Some may have believed that the Xbox One bashing would have died down after Microsoft dropped the most controversial features of its forthcoming game console last month. But now, there's a backlash to the backlash.
A Change.org petition that argues that "consumers were uninformed" about the advantages of the Xbox One's now-scrapped new features has garnered more than 18,000 signatures from angry game players.
When Microsoft gave gamers their first look at its next Xbox in May, many video game enthusiasts were upset that the system would need to be connected to the Internet once a day in order to work properly -- a difficult requirement for members of the military and those who live in rural areas. Microsoft also planned to place confusing restrictions on how used games would be sold.
After gaining steam in the past week, the petition, titled "Microsoft: Give us back the Xbox One we were promised at E3," reached its 15,000-signature goal 20 days after it was created, despite some extremely sarcastic signees. "I love restrictions," wrote one signee. "I want the game rental business to become obsolete. I don't want to let my friends borrow games." The petition's signature limit was recently upped to 25,000.
But others were serious. "MS [Microsoft] was just trying to pave the way towards the unavoidable digital future all consoles will follow," wrote signee Javier Marcano. "It's sad so many gamers are so short sighted." A sentiment that runs through the petition's signatures is that Microsoft could have made the controversial features optional, or chosen to remove some while keep others instead of getting rid of them all in one fell swoop.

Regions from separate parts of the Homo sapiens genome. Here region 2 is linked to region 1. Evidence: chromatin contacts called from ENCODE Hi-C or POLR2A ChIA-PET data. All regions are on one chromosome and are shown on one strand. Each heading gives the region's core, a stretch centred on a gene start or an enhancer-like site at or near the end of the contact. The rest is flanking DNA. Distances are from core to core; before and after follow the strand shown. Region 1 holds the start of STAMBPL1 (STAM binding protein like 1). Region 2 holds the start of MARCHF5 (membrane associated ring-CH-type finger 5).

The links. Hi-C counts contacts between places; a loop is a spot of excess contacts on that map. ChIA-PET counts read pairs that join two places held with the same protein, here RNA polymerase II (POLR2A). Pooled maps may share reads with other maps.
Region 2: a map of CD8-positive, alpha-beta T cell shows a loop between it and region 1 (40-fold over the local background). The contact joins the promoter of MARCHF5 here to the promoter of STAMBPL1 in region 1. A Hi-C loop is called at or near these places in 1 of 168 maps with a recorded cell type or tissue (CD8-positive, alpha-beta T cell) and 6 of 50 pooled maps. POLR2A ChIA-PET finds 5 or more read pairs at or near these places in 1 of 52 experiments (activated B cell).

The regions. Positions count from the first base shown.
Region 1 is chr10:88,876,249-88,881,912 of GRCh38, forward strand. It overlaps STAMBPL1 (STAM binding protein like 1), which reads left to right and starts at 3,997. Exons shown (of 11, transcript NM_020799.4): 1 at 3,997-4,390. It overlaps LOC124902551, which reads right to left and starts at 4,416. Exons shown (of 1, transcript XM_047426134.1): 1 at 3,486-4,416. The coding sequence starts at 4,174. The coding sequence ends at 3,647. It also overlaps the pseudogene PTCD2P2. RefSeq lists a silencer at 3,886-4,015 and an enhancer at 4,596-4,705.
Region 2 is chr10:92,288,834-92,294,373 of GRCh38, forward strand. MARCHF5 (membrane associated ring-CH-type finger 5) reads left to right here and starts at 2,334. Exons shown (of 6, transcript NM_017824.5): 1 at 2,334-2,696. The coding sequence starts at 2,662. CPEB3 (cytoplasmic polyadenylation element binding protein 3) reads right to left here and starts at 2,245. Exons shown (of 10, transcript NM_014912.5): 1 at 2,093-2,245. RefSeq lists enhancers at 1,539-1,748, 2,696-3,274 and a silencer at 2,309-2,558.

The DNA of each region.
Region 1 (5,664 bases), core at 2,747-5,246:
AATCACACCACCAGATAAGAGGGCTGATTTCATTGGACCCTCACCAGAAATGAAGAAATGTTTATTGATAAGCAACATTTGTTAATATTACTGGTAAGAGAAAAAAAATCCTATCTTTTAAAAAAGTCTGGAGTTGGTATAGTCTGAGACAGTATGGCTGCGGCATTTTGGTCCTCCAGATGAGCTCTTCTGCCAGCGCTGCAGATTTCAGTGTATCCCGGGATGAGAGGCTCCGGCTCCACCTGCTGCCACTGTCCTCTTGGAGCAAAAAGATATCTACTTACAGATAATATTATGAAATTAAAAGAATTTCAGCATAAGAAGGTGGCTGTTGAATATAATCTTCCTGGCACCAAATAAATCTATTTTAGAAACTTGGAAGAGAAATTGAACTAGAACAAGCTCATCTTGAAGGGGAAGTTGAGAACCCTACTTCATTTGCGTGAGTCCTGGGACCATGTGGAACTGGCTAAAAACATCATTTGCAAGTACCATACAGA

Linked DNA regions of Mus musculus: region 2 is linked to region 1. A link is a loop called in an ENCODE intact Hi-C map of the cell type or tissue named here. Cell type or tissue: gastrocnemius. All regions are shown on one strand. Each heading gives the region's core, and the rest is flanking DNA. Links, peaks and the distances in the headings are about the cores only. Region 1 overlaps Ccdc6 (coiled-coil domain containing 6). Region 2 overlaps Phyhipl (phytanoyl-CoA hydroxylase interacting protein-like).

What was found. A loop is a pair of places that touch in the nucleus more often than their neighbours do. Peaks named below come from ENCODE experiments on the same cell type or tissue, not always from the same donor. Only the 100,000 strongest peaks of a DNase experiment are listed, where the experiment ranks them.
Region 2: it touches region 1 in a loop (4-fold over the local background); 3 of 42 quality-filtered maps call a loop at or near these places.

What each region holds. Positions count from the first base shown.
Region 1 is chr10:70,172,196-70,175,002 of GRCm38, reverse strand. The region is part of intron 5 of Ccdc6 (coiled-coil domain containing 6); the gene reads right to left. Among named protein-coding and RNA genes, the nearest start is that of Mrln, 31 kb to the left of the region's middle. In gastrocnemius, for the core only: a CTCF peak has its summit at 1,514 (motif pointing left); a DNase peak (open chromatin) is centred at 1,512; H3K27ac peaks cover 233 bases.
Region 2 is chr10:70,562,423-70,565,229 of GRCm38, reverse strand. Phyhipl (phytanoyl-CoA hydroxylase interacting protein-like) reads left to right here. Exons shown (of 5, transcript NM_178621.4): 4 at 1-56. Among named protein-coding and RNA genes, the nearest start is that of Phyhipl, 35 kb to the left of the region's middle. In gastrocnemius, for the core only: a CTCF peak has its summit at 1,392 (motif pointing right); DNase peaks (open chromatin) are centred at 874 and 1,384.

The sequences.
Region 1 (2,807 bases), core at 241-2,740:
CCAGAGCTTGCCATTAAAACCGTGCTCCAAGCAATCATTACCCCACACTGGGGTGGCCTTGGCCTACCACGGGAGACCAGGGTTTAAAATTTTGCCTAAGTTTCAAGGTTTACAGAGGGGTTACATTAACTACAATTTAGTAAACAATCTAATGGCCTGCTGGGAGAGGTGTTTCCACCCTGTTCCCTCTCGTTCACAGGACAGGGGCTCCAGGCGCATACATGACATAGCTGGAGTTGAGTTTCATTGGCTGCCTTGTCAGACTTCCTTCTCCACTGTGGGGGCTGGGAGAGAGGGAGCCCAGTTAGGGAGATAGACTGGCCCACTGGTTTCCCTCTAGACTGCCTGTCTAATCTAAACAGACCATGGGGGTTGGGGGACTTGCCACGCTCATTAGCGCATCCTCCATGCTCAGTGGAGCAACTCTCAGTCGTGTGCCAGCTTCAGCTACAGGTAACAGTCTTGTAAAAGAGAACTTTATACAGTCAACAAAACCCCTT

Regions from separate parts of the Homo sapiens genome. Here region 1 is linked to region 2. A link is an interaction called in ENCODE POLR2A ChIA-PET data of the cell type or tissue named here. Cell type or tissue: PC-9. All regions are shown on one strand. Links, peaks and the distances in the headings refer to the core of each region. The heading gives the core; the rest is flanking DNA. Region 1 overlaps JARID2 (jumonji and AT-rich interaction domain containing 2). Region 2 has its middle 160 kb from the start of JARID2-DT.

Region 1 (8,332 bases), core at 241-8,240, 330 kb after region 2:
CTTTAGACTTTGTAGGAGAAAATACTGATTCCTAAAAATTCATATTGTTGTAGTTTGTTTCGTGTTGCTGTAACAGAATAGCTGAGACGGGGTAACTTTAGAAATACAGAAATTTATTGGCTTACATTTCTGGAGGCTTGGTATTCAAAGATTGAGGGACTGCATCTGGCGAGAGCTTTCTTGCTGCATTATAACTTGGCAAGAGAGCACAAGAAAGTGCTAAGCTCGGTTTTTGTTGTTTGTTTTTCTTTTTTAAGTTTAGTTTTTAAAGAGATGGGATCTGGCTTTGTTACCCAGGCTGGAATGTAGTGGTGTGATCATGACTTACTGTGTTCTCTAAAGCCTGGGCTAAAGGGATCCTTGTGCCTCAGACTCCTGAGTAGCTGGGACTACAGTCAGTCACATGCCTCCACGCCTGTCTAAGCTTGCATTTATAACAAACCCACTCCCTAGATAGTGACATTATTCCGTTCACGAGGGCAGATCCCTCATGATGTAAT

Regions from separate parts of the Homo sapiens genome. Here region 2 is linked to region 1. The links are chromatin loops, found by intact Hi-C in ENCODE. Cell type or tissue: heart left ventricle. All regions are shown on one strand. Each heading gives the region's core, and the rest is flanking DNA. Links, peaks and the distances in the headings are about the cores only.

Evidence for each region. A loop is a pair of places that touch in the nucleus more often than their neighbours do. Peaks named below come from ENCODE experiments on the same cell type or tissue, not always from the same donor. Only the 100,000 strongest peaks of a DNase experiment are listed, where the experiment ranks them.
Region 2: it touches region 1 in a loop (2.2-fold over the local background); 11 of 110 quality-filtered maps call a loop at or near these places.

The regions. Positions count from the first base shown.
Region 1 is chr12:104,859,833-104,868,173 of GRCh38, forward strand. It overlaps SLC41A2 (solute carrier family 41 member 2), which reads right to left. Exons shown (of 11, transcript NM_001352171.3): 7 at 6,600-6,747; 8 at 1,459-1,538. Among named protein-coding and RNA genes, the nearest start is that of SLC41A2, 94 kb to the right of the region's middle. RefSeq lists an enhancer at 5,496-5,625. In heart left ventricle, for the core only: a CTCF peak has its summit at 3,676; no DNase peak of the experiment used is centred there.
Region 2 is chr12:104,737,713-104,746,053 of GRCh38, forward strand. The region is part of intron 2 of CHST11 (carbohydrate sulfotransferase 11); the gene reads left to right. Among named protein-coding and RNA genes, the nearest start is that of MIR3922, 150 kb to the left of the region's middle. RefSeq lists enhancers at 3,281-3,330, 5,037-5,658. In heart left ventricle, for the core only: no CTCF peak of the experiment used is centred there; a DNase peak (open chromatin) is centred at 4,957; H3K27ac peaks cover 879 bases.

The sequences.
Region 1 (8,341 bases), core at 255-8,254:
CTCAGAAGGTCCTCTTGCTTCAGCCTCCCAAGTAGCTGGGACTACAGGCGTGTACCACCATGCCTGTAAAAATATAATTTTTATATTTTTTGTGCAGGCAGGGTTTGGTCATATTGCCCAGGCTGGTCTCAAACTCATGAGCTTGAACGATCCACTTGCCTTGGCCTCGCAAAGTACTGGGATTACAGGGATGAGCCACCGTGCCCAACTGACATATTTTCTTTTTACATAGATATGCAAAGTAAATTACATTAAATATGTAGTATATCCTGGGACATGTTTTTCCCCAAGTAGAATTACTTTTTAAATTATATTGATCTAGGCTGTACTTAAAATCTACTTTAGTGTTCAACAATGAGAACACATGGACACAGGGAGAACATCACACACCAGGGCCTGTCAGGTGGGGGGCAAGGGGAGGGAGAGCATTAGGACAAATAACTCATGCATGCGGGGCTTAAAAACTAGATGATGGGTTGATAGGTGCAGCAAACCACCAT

Among the arguments for Microsoft's bold vision was that it had the potential to lower game prices by phasing out the used game market. Others speculated that Microsoft would offer a Netflix-style system for renting games streamed straight from the Internet instead of being encrypted on a CD.
Without Microsoft laying out the potential advantages of the new model, many gamers were left to dwell on the limitations. Sony poked fun at the Xbox One on at the E3 video game conference in June, and PlayStation fans ate it up. Many signees have drawn a parallel between Microsoft's discarded vision and the beloved Steam PC gaming marketplace, which despite initial growing pains has become beloved by many gamers.
Still, there is early indication that the Xbox One will sell well when it's released in November. Pre-orders for the new Xbox have already sold out at Best Buy four months early.